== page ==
It always amazes me when a romantically involved couple agree on such a horrible idea. I always wonder how that conversation gets started. “Hey honey, you know what would make our marriage even better? If I recorded you getting tag-teamed by two underage boys?” With her replying “I know just the way to do it to, I’ll send porn to one of our daughter’s friends on Snapchat.””BRILLIANT!”
It used to be, back in the day, that parents had each others backs, now you can’t even trust them.
55-year-old Michael Miller of Arizona was arrested in Miami for allegedly prostituting a woman on Backpage and violently assaulting her. Miller is said to have been romantically involved with the woman in Arizona when he reportedly talked her in to prostituting herself on Backpage. By the time she realized she was just another body to sell for Miller it was already too late.
Miller allegedly choked her and punched her in the face while trafficking her all over the country. He reportedly turned her out at high trafficked events like the Super Bowl and New Year’s Eve. While in Miami, the woman said she was too tired to work, but Miller beat her and made her work anyway. Luckily, at one point, the victim was able to contact her family who contacted Miami police who arrested Miller.
Once again, this woman is another victim who supporters of Backpage will tell you doesn’t exist. They’ll try to tell you they don’t know anyone who’s trafficked, and that they don’t know any pimps. I guess this is a woman they didn’t know. More than likely they know a lot of victims like this woman but choose not to care. Women like this are being trafficked all over the country on Backpage. Don’t let anyone try to tell you differently.
As I’ve said in the past, too many people think that sex trafficking doesn’t happen where they live, and that it only happens in big cities. Have you ever heard of Auburn, Maine? I didn’t until I read this story. According to Wikipedia, the city has a population of roughly 23,000. That didn’t keep one man from violently forcing a woman to sell herself on Backpage.
A 57-year-old Auburn man was indicted this week, accused of raping a local woman, forcing her into prostitution and beating her with a gun, hammer and dinner plate in November.
And that is only the tip of the bloody iceberg.
Minor is also accused of allegedly beating the woman with a belt before tightening the belt around her throat. He is also said to have pistol whipped her in a fit of jealous rage. Kind of ironic that someone who forces a woman to have sex with other men would be jealous. He is also accused of striking the victim in the back of the head with a hammer after she woke up, and smashing a plate over her head after punching her. When the victim was finally able to make it to a hospital for her injuries Minor is said to have shown up at the hospital looking for her. Other women had ‘worked’ for Minor as well so God only knows what he did to those women too.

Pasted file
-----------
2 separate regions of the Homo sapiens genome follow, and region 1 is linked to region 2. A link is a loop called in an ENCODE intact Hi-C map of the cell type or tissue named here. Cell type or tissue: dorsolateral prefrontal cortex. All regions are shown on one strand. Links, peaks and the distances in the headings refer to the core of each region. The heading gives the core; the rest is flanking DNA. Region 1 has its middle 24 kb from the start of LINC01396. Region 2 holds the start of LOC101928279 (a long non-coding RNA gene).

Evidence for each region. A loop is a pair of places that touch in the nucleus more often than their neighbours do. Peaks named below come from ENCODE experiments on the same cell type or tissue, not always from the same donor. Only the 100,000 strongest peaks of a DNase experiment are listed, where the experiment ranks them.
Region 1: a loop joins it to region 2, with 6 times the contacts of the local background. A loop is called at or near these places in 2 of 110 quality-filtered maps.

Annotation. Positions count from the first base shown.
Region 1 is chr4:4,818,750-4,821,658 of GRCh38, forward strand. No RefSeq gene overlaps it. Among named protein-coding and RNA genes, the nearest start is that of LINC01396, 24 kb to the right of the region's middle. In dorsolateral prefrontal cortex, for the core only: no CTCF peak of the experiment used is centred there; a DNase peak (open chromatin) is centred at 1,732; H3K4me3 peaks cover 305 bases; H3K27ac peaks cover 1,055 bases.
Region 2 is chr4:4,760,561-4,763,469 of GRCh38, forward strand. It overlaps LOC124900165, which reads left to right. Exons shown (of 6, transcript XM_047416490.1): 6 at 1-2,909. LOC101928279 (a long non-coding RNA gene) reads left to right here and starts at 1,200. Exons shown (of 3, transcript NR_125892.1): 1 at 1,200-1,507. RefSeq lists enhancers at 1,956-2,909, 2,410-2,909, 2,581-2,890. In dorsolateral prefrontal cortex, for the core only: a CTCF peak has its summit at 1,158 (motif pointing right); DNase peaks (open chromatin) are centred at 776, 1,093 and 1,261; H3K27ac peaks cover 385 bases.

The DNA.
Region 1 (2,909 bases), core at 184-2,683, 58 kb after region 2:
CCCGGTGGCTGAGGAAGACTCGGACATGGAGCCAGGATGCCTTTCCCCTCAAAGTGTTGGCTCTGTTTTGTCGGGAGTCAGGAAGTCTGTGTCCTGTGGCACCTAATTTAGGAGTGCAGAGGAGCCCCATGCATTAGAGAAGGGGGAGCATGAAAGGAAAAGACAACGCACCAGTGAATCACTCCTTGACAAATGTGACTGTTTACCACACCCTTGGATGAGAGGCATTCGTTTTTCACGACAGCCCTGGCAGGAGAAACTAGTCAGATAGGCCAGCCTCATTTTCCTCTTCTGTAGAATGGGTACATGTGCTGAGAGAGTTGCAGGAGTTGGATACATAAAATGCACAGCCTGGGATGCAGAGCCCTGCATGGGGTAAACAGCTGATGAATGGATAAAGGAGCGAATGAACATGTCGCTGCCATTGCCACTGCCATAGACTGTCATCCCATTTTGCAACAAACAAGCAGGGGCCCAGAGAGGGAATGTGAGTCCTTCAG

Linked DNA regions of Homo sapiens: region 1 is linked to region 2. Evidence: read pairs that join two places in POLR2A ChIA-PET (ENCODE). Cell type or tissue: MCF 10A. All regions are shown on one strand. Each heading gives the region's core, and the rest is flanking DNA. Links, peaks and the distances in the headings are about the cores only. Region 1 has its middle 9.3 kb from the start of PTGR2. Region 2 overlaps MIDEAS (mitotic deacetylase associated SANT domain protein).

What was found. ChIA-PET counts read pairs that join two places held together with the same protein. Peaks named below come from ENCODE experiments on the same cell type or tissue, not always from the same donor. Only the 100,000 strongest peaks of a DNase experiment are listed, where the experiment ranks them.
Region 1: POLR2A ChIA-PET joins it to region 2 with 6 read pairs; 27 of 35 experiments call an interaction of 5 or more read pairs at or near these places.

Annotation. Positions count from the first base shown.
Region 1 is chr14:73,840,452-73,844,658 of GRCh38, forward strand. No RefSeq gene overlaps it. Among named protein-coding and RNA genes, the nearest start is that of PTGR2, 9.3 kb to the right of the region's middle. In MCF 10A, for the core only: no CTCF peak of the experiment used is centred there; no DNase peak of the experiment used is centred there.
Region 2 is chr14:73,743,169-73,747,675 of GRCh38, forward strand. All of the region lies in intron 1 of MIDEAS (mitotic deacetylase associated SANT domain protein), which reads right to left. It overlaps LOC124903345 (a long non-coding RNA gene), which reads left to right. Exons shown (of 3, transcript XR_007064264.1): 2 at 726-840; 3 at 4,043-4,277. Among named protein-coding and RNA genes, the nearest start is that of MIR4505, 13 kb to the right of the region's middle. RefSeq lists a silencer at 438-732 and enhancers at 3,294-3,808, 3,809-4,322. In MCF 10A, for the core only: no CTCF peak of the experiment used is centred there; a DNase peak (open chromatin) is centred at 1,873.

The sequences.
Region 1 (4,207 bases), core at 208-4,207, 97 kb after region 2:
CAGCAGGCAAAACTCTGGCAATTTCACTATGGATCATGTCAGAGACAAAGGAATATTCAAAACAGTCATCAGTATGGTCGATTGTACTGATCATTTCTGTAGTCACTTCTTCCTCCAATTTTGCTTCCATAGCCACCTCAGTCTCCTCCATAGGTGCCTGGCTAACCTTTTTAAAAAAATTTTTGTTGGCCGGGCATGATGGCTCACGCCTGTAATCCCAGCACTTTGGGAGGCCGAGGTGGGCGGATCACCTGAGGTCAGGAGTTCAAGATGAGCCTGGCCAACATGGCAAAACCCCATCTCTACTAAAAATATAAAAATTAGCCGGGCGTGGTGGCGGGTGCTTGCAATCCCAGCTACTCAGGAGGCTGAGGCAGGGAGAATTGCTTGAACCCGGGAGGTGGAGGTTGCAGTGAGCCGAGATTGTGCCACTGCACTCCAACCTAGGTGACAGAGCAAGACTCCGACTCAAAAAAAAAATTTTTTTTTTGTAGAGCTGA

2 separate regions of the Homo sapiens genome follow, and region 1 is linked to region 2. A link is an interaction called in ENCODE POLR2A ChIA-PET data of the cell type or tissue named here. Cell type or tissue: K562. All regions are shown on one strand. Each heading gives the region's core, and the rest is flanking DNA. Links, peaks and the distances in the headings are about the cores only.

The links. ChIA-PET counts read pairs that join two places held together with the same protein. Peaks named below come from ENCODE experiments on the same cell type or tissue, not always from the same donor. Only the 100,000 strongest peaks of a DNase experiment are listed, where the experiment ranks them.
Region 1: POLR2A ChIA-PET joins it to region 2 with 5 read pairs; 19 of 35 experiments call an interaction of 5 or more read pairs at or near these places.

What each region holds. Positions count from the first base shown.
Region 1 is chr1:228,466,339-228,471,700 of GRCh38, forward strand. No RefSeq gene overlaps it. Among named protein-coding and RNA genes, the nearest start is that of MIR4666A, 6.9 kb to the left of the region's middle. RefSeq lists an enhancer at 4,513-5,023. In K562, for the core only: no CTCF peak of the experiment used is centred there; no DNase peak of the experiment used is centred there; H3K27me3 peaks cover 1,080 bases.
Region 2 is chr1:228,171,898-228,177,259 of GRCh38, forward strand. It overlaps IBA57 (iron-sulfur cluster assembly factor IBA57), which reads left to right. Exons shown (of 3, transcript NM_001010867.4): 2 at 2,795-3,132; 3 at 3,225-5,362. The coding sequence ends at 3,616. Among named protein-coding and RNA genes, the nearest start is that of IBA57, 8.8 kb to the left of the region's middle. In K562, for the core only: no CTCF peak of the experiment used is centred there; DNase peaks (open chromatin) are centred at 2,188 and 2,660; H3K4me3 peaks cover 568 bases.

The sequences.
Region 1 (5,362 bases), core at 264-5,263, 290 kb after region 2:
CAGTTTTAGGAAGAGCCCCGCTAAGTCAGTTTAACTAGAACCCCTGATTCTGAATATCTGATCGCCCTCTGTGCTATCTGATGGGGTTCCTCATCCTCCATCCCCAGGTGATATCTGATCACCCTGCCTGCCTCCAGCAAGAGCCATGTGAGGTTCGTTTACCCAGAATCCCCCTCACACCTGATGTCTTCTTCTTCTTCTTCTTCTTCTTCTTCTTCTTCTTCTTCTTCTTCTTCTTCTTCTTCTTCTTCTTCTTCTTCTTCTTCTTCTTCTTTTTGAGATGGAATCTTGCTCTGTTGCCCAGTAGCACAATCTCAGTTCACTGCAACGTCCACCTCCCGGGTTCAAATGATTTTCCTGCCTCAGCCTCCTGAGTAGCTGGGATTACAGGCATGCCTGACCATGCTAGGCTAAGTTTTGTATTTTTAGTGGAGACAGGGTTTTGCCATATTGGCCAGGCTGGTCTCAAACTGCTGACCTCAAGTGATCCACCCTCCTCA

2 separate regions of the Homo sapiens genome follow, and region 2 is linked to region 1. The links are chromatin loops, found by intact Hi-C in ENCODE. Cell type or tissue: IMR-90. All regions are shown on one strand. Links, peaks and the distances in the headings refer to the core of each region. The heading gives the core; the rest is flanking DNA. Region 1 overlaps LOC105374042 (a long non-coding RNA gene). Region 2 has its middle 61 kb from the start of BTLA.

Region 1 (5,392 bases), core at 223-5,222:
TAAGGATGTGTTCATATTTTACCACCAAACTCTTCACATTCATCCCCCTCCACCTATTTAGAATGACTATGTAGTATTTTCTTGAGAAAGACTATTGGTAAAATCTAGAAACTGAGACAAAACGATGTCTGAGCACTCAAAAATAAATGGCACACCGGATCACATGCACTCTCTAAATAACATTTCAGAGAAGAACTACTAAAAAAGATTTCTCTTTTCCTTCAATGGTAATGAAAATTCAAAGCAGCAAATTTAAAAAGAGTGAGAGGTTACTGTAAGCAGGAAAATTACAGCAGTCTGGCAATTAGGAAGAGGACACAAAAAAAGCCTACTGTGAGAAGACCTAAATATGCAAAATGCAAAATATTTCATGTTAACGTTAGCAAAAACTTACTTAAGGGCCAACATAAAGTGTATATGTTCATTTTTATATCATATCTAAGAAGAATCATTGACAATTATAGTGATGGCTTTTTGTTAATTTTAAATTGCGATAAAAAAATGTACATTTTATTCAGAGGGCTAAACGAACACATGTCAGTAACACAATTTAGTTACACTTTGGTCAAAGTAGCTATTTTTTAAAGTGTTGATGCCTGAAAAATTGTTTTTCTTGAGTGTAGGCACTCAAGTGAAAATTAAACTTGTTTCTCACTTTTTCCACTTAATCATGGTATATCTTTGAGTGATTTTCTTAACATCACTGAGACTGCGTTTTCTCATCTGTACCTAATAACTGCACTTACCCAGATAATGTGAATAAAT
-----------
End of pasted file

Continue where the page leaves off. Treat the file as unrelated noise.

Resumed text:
This story, which is sadly only one of many, should show you a number of things. The first is that human trafficking is happening everywhere, yes, your town too. The second is that this is obviously not a victimless crime, unless you consider violent assaults and rape victimless. Lastly, this is not an ‘industry’ of women who chose this way of life as many would have you try to believe. This woman, this victim, is more the rule than the exception no matter how many sex workers will tell you that they don’t know anyone who is being trafficked against their will. Those people are either turning a blind eye to the brutality before them to justify the way they make money, or are being trafficked themselves, and are just repeating a line that their pimps have told them to say.
Let’s also not forget that Backpage made their money off of this woman’s blood and pain in the name of ‘free speech’.
There’s a documentary that just came out that I’ve been hearing a lot about lately. It’s called “I am Jane Doe”, and it’s about several underage women who were trafficked on Backpage who are suing or have tried to sue the predatory and greedy website. The film’s creator, Mary Mazzio, recently spoke with KIRO Radio in Seattle, and recounted a tale about how she became aware of the problem…
“Sex trafficking of children actually happens in the United States? This was an epiphany for me,” she said. “I just assumed this was a crime that happened in developing countries. Certainly not 15 minutes from near where I lived. When I dove into it I was shocked by the breadth and the scope of this problem.”
Ms. Mazzio was reading about the Boston lawsuit where two underage girls sued Backpage for allowing them to be trafficked on the site. They were only identified in the suit as Jane Does. Unfortunately the lawsuit was dismissed and the Supreme Court refused to hear the appeal.